Persia wants revenge. The next king, Xerxes, assembles a vast multinational force, constructs a bridge of boats across the Hellespont, digs a canal through the Mount Athos peninsula, and bears down on Greece. Trusting in their ‘wooden walls’, the Athenians station their ships at Artemisium, where they and the weather prevent the Persians landing forces in the rear of the land forces under the Spartan King Leonidas at the nearby pass of Thermopylae. Xerxes’s assault is a disastrous failure, until a traitor shows him a mountain track that leads behind the Greeks. Leonidas dismisses the Greek troops, but remains in the pass with his 300 Spartan warriors where they are overwhelmed in an heroic last stand.

Athens is sacked by the Persians. Democracy is hanging by a thread. But the Athenians convince the Greek allies to fight on in the narrow waters by the island of Salamis (underwater archaeology has revealed the Greek base), where they can exploit local weather conditions to negate their numerical disadvantage. Despite the heroism of the Persian female commander Artemisia, the Persian fleet is destroyed.

Xerxes returns to Asia Minor, but still leaves some forces in Greece. In 479 BCE, the Spartans lead a combined Greek army out against the Persians. In a close-run battle near the town of Plataea, the discipline, fighting ability and weaponry of the Greeks prevail. The Persian threat to the Greek mainland is over.

Athens forms a successful anti-Persian coalition to drive the Persians from Greek territory, seek reparations, and create security in the future. But this ‘alliance’ is gradually converted into an Athenian Empire. The democracy becomes increasingly radical. In this context we see the astonishing flowering of fifth-century BCE Athenian culture – in architecture, drama and philosophy – but also a disastrous war, and defeat, at the hands of Sparta by the end of the century.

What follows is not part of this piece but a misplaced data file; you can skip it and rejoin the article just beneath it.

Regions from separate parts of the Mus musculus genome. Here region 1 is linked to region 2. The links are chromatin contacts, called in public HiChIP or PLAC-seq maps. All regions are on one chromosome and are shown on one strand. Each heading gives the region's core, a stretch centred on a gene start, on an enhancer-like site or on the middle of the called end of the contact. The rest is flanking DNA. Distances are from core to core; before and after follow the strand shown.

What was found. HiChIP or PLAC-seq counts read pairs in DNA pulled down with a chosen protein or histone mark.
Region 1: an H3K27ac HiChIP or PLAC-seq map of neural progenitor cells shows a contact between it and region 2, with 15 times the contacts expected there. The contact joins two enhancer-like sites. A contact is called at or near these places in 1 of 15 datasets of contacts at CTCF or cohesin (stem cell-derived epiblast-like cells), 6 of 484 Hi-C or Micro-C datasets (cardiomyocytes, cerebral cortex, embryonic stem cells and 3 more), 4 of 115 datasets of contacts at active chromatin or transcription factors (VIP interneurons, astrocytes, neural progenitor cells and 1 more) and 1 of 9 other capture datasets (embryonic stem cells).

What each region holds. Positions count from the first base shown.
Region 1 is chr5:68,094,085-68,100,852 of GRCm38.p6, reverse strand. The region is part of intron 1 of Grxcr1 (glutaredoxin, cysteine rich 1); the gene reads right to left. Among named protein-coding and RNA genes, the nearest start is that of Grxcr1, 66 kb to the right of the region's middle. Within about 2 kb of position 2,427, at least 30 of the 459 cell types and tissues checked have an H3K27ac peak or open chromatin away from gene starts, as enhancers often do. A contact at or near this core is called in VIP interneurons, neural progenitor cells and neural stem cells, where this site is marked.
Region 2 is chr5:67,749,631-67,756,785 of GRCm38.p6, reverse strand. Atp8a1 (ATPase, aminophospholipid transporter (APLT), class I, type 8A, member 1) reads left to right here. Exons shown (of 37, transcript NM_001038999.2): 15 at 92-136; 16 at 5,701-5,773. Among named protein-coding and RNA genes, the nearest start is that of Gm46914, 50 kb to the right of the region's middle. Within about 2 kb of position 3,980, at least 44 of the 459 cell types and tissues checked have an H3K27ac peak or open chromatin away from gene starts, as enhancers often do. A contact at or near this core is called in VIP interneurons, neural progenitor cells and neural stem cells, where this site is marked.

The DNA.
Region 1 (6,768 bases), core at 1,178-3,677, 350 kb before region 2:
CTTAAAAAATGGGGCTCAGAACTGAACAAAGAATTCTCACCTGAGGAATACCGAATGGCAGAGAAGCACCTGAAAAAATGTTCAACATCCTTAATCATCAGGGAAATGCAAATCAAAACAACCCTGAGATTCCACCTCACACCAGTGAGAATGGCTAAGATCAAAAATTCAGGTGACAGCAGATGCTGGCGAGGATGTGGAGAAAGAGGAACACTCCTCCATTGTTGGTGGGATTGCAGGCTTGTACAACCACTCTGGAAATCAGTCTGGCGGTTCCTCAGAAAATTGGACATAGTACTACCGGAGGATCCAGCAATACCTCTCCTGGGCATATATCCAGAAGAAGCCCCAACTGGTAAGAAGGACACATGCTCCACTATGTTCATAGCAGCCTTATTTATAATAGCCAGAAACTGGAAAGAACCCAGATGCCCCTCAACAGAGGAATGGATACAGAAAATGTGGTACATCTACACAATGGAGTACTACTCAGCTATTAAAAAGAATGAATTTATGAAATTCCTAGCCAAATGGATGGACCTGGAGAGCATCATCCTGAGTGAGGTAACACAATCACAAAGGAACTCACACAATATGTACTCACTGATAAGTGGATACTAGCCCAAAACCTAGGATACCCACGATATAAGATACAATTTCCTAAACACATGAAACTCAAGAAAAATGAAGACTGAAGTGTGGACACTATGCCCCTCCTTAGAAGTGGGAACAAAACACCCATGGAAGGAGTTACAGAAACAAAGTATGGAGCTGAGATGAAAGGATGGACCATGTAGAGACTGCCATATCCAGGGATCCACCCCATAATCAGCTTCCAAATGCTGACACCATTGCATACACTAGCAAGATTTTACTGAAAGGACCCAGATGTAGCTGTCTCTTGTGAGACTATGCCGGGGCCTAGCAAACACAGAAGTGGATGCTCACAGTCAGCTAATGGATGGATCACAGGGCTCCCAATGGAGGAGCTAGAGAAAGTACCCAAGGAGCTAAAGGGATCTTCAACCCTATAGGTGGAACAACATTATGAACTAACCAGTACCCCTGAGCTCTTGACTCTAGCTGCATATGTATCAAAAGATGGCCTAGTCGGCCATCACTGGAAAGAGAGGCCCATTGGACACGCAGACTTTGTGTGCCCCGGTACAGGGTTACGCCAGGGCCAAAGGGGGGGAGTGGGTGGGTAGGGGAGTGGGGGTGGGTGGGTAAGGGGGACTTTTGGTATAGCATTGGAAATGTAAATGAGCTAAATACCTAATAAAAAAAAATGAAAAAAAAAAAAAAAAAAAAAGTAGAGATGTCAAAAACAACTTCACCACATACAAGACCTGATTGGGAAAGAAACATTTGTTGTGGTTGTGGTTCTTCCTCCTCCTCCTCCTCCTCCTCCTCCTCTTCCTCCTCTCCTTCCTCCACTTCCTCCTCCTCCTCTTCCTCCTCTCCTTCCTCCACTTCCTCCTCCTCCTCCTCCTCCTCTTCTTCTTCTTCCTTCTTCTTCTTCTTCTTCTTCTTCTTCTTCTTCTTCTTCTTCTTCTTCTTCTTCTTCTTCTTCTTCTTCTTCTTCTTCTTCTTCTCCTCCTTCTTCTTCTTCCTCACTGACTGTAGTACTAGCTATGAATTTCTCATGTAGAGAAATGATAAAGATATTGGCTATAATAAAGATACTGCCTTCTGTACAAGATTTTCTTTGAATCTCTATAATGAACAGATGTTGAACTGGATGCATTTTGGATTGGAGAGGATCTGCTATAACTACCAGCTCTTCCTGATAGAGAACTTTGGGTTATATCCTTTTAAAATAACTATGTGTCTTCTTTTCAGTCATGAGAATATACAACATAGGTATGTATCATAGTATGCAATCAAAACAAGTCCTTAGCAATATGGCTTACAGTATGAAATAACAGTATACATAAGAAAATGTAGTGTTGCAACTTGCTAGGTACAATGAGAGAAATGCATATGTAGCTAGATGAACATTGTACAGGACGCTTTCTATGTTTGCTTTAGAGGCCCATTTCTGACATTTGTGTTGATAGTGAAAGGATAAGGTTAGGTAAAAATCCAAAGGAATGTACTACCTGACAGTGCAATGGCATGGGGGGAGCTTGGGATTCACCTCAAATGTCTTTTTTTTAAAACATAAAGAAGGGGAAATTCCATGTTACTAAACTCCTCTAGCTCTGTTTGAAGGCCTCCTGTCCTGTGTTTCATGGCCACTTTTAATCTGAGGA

The book concludes by exploring the ideas that the decisive battles of Thermopylae and Salamis mark the beginnings of Western civilization itself and that Greece remains the bulwark of the West , representing the values of generous and unselfish peace, freedom and democracy in a neighbourhood ravaged by instability and war.
A Brief History of Germany

A Brief History of Germany

The history of Germany is intricately woven. Threaded in time through its struggles and triumphs with religion, industrialisation, enlightenment, politics, unification, and war.

In A Brief History of Germany, Jeremy Black questions how the Germany we know today came to be, chronicling the events that shaped its past, present and future in a fascinating new way.

From the fall of Rome in the 1500s to the enlightenment in the 1700s, from World War I and World War II to Germany post-unification, Black’s writing will unlock the places and people that formed Germany and enrich your visit with stories of its society and culture.

Concise yet explorative, A Brief History of Germany is an astonishing work from a renowned UK historian. Whether you are a long-term reader of Black’s expansive history work or are interested in learning more ahead of a short city break or longer trip, this intriguing look at the history of Germany is an essential read.


Women Remembered

Women Remembered

Do you think that Jesus only surrounded himself with men? Think again.